Through a work of manual composition and graphic construction, Basile Ghosn (1991) recasts his personal archives and his own urban memories. His image base is drawn from the edifices of Roberto Burle Marx’s colleague Oscar Niemeyer as well as anonymous mass modernist buildings, like the seaside resorts of the Lebanese coast, or the Beirut’s Holiday Inn, destroyed in the war in 1975. Through hijacked procedures of serial fabrication like scanning, screen-printing or even engraving, he creates image-illusions in our presence. Ghosn attempts to reestablish a new social order and aesthetic, letting us perceive utopic fields.
Ray Johnson (1927-1995) was a seminal figure of the New York art scene in the 60’s and 70’s. Primarily a collage artist, he is considered as the Founding Father of Mail Art and pioneered the incorporation and use of language in the visual arts. Throughout his life, Ray Johnson mailed a tremendous number of collages, drawings, and printed matter to friends and colleagues. Jonhson’s initial collages were mainly abstract works made of cut, painted and distressed paper strips and irregular designs. He referred to these early collages as « moticos », a term he coined and used for several different elements in his work, including these collages and early poetic texts that he wrote at this time and exhibited on sidewalks, in coffee shops, in New York’s Grand Central station or in public places. « I’m interested in things and things that disintegrate or fall apart, things that grow or have additions, things that grow out of things and processes of the way things actually happen to me. »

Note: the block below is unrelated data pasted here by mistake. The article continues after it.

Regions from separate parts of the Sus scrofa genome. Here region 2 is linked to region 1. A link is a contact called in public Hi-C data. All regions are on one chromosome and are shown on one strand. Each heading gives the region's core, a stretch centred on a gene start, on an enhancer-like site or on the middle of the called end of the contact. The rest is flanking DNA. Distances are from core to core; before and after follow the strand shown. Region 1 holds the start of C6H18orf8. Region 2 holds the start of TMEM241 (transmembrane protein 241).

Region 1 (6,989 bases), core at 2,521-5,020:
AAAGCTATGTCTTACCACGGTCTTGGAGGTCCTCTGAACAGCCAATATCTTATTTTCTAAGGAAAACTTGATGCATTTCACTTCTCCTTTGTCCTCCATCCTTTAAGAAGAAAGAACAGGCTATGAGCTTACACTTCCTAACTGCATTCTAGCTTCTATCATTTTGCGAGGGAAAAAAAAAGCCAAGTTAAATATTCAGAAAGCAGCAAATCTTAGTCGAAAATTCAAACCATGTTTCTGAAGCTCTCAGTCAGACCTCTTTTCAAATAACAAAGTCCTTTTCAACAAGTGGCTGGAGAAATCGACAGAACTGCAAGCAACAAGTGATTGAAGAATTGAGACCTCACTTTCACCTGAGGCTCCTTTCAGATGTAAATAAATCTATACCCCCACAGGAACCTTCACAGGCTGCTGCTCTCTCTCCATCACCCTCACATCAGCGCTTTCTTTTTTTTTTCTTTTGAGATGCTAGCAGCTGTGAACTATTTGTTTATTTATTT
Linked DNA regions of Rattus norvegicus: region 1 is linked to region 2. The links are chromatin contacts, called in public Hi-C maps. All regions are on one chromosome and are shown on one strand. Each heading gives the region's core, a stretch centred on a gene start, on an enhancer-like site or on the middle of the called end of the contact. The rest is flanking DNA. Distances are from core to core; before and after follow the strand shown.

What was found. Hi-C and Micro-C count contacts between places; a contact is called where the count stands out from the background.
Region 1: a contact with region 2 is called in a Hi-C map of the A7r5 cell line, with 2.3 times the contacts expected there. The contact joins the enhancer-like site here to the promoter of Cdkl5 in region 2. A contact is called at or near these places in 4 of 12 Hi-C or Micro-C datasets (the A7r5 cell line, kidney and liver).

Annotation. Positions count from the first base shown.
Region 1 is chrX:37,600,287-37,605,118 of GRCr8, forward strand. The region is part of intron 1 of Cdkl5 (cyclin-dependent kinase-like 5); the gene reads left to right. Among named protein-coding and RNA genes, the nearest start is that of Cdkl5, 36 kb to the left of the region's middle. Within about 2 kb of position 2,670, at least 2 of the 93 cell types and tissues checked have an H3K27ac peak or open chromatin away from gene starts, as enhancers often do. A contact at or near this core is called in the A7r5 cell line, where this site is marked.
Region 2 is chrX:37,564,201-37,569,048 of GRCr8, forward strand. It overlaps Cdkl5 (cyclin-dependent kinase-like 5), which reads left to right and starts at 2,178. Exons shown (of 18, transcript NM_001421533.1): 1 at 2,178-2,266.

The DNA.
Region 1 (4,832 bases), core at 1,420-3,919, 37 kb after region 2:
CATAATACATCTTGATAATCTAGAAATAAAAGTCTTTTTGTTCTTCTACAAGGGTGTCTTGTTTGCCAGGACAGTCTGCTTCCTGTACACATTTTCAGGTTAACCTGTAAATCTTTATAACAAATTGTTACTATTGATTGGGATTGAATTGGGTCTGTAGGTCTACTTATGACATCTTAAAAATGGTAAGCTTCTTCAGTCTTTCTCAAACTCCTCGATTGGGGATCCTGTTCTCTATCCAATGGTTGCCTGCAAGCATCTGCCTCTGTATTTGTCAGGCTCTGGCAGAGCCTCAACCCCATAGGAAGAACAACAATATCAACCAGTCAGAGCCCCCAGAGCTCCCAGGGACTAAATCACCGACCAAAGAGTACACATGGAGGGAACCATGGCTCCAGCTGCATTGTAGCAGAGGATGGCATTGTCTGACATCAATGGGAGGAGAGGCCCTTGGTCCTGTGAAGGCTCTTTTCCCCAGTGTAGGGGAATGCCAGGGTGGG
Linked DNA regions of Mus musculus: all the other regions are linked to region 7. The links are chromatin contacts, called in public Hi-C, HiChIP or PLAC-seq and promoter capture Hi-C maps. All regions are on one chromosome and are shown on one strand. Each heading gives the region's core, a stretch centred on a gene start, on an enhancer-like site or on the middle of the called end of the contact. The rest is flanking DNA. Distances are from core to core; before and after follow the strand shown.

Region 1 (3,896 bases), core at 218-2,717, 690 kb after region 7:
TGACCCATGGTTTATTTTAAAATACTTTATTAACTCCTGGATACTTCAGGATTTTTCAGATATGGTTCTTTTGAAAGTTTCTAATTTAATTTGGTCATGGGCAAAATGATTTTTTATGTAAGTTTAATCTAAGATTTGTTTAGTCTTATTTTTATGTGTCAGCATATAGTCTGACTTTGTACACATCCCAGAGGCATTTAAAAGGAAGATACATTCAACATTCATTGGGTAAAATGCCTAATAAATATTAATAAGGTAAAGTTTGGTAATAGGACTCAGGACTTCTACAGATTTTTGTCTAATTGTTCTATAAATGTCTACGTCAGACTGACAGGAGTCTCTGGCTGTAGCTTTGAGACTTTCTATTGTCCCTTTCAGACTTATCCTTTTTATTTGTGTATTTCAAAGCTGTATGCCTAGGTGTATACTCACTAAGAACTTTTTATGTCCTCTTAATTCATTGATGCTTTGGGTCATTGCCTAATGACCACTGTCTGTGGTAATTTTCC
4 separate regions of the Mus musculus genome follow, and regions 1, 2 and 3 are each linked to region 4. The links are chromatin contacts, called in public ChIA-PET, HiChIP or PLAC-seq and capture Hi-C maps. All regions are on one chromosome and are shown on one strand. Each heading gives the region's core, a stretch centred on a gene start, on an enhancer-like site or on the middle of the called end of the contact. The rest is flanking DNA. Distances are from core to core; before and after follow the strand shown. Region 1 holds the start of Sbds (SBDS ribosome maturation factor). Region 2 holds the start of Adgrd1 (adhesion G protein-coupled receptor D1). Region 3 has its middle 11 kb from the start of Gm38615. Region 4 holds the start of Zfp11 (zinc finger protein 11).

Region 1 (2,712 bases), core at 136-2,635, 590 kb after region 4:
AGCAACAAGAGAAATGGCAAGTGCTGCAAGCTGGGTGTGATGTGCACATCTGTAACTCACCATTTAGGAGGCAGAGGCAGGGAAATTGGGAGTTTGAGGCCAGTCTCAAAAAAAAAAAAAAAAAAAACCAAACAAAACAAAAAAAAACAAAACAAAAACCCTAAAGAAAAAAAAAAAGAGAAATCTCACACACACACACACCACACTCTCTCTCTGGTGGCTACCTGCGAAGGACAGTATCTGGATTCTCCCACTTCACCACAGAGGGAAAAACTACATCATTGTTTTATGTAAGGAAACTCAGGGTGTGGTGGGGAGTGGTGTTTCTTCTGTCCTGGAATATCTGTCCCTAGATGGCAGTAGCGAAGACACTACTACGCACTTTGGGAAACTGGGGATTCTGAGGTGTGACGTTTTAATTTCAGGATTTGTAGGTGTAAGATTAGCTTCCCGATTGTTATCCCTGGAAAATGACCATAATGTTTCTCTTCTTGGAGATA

The works of Sarah Ortmeyer (1980) refer to chess. The game, which allows countless constellations, symbolizes in its form polar forces such as light and shadow, good and evil or heaven and hell. The chessboard paintings on metal or wood seem monochrome at first sight, but sky representations are hidden behind the light-and-dark formatting. The formal clarity continues in the symmetry of the ostrich eggs placed on metal bars. The ‘MONSTER’ series is a collaboration between Ortmeyer and Kerstin Brätsch (1979). The works combine marbling techniques and ostrich eggs, icons of the infinite creation. In the context of this specific exhibition, the art of chess could be seen in relation to the lawn of Parque Burle Marx, the former residence of Francisco Pignatari.
Paloma Proudfoot (1992) uses sculptural objects as characters, a set of players that repeat, morph and re-emerge across different works through installation and performance. Using slip-casting to make hollow ceramic husks, Proudfoot manipulates these casts creating concave cheeks, gutted bellies and protruding spouts. « And the preservative properties of mire are self-evident, to the point that one finds in such ground, bodies intact despite life having left them millennia ago. A natural embalmment retaliates. This double character of finitude and conservation, of vice and virtue, long permeates the imagination of the artist who crushes the flesh of the earth. »